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Bottle fermentation woes

Hello - been a loooong time since I’ve been around here. I used to brew a lot, kegging up to 20 gallons a month. I quit brewing for a while and returned recently to the world of bottling and I’m limiting myself to high gravity stuff.

Anywhoo, I’m having some issues with a batch of triple I made a few months ago. It went from 1.090 to about 1.014 in about 3 weeks, and then it spent a LONG time in secondary, about 2-3 months. That wasn’t really on purpose, just got really busy. Anyway I bottled it with 5oz of maltodextrin and did a really meticulous job carefully but thoroughly stirring it in the bottling bucket. Bottled it all in 22oz bottles.

It was late summer and was at least 70F in my basement, and I waited 4 weeks to crack open #1. No carbonation whatsoever. I drank it anyway, and waited another two weeks. Second one nothing. Waited longer, tried #3 and still no carbonation to speak of, so I pretty much figured the whole batch was shot and left it alone for a while. I consulted with a fellow member and we came to the conclusion that the yeast had probably petered out because of the high gravity and extended secondary.

After probably 8 weeks in the bottle I tried another one, and WAH LAH it was perfect. I was stoked. Still a little confused, but figured it just needed a little more time. Thought all was good. Wrong… the next one was a dud. I recapped it and put it away and opened another one and it was fine. What I’ve come to find out is that about 1/3 of the bottles carbonated just fine, the rest, basically nothing. There’s no middle ground.

I’ve been recapping the duds and wondering what, if anything, I can do. Sprinkle some dry yeast in? Put some carbtabs in? I don’t know what kept these from carbonating in the first place so I’m not sure what to do. But I’d really like to salvage these babies cause this stuff is so delicious. I’m willing to risk bottle bombs… I’d put the “fixed” ones in a sealed box for sure. Any ideas on what I should do?

Thanks so much in advance. You were all really helpful in the past. Looking forward to responses.

Dave

Did you really prime with maltodextrin? It’s non-fermentable, so it wouldn’t give you any carbonation. Or did you mean corn/cane sugar?

Regardless, if you have inconsistent carbonation it’s usually caused by not mixing the priming sugar enough. You can fix the flat ones by adding the correct amount of sugar and a little fresh yeast, then re-capping and starting over.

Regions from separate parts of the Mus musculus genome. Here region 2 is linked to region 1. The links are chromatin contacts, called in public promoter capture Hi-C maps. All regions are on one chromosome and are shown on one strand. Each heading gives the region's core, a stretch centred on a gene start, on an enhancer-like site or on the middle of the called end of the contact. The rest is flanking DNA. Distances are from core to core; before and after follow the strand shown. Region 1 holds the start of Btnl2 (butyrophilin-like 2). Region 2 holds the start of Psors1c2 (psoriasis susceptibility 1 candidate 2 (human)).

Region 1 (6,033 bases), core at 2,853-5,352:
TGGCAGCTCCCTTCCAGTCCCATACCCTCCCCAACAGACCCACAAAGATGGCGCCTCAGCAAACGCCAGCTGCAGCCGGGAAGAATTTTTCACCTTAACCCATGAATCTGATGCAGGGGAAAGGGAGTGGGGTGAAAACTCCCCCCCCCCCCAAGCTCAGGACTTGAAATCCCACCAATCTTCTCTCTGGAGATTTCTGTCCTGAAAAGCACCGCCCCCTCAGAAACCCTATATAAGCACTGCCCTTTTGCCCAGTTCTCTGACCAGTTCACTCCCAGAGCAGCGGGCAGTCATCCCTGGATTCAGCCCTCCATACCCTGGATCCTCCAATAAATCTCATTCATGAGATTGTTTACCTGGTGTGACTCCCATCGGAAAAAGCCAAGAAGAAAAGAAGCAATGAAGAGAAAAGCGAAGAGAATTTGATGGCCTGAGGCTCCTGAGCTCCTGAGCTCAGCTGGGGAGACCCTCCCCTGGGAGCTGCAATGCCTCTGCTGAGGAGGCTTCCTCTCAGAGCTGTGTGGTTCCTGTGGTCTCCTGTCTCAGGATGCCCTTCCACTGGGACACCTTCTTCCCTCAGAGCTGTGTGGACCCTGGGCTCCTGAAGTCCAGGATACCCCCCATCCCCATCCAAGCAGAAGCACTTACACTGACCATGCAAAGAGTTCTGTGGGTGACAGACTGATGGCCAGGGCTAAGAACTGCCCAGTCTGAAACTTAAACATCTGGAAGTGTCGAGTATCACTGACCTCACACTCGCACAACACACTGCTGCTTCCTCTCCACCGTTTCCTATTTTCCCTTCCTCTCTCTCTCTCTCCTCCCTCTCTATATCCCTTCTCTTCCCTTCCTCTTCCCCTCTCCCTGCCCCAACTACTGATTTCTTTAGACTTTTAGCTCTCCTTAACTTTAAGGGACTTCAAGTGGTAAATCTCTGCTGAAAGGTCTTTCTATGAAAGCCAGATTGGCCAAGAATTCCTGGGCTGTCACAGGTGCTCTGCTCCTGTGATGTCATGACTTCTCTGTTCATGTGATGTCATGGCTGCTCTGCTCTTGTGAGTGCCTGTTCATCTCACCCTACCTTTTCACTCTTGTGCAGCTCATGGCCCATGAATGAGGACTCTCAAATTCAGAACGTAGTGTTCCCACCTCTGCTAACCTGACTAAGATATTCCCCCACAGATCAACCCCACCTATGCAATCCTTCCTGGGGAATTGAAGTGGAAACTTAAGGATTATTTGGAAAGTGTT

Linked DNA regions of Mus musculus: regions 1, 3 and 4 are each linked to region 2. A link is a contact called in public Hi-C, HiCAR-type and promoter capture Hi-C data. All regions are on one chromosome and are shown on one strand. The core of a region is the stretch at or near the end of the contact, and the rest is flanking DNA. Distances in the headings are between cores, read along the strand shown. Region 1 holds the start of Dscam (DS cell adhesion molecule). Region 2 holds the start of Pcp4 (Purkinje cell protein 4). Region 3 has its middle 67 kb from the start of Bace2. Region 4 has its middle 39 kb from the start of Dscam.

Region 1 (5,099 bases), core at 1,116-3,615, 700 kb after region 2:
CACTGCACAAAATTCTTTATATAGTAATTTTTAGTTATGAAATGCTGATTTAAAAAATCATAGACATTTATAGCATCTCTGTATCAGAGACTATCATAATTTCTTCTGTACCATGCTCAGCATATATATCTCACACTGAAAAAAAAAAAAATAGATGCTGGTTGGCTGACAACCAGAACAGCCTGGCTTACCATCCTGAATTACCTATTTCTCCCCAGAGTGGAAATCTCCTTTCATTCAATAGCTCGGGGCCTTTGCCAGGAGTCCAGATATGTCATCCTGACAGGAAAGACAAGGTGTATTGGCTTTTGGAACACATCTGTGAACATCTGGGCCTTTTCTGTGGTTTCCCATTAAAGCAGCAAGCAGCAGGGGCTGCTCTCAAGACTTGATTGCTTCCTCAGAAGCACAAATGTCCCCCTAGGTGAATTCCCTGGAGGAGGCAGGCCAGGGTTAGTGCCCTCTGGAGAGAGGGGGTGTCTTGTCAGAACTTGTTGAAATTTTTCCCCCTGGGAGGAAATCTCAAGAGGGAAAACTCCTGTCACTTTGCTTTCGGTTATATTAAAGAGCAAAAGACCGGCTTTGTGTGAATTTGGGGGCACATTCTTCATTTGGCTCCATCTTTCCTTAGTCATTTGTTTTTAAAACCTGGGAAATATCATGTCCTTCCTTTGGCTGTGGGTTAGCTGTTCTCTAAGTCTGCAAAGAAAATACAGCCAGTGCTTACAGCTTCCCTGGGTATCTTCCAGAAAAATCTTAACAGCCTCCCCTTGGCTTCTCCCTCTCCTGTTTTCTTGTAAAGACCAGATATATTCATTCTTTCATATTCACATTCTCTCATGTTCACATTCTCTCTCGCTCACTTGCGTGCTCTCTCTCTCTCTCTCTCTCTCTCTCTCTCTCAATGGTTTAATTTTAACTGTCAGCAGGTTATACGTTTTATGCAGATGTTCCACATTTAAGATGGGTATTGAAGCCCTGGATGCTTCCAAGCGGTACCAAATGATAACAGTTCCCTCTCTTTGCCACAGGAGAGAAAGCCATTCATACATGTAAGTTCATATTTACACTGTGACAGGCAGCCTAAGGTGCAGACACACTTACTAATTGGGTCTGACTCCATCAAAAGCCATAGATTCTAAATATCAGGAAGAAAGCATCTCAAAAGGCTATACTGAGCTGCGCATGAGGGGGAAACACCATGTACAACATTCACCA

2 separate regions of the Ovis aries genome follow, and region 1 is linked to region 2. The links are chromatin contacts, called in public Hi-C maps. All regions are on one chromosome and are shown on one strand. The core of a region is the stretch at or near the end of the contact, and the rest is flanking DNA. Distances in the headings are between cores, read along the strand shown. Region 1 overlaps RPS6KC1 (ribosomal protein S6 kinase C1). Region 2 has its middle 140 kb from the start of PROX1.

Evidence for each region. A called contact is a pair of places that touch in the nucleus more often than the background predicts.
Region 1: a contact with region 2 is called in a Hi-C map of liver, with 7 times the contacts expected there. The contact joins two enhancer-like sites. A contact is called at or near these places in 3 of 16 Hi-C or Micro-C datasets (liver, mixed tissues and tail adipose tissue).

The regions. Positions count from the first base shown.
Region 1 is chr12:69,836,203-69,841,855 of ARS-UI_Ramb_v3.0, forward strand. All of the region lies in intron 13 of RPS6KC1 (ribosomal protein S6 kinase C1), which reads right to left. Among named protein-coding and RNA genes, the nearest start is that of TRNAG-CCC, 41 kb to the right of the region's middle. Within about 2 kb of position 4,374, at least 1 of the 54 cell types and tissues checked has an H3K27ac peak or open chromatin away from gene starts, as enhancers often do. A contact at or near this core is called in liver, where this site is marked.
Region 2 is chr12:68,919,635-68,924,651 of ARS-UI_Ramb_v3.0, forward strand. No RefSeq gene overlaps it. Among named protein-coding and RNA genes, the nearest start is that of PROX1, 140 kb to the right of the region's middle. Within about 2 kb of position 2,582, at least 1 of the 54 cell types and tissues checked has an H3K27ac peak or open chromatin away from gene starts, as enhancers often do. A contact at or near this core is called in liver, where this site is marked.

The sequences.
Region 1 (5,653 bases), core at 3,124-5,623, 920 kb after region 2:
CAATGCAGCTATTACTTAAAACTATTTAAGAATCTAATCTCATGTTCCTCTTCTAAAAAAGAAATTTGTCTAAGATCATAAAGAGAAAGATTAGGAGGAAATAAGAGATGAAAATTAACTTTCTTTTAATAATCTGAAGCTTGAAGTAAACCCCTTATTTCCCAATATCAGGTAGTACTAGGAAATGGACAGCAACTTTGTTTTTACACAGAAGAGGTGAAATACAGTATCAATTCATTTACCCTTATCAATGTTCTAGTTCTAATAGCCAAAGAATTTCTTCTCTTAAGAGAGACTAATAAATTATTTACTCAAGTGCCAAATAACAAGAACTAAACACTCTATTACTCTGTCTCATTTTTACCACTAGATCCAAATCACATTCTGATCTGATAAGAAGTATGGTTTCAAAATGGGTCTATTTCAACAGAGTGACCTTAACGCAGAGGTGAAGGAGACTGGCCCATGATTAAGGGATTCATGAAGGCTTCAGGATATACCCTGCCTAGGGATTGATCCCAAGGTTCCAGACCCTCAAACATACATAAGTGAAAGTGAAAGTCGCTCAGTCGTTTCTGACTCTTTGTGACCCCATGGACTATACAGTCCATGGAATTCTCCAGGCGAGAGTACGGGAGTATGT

Ha… no, it was definitely corn sugar. I don’t know why I called it maltodextrin. Wow, been out of the game too long.

I struggle with the insufficient stirring theory since I (gently) stirred it for so long (basically put the corn sugar/water mix in the bucket and stirred the whole time I racked in the beer) and since there is such a stark difference between the carbonated and non-carbonated bottles. But I also realize that it’s the only plausible answer. Ugh.

The carbtabs I have call for about 7 for a 22oz bottle. Would you go the full monty or maybe go with 3 per bottle? Seems impossible that some bottles have the correct amount of sugar and some have none, so I’m a little scared to go all out.

Thanks for the response!

I would not say that it is the only plausible answer. You say that the bottles are either perfectly carbonated or not at all. If the sugar you put in to bottle conditioning process truly ended up in just 1/3 of the bottles because of bad mixing, they would be very much overcarbonated, and the remaining 2/3 would be very lightly carbed if at all. If on the other hand you have something wrong with your capper, or your bottlecaps, or your bottles, or any combination of the 3 not liking eachother for some reason, then you could very well end up with the situation you are in, which is some bottles that were sealed, and ended just right, and the rest that had a leak, went through a small bottle fermentation, but all the pressure was lost and you got no bubbly.
Something to think about?

I agree with ^^^^^. More likely the caps than the sugar if you have perfect bottles and zero-carb bottles (you could still find an over-carbed bottle, though). If you have the ability to keg, you could just gently pour the un-carbed beer into a 1L plastic bottle and use a carb cap to force-carb the bottles as needed (takes almost no time at all if you get the beer cold while hitting it with 30psi and shaking every now and then).

You know, this makes sense. I would say it has to be it. No ability to keg though… I guess I should assume that all the priming sugar was in fact consumed and the yeast is probably all but gone… so carb-tabs and a few sprinkles of yeast is probably my only shot.

I’m using a bench capper - this is only the second batch I’ve used it on, but I didn’t have a problem with the first batch. I guess I should get some new caps.

Thanks for the help!

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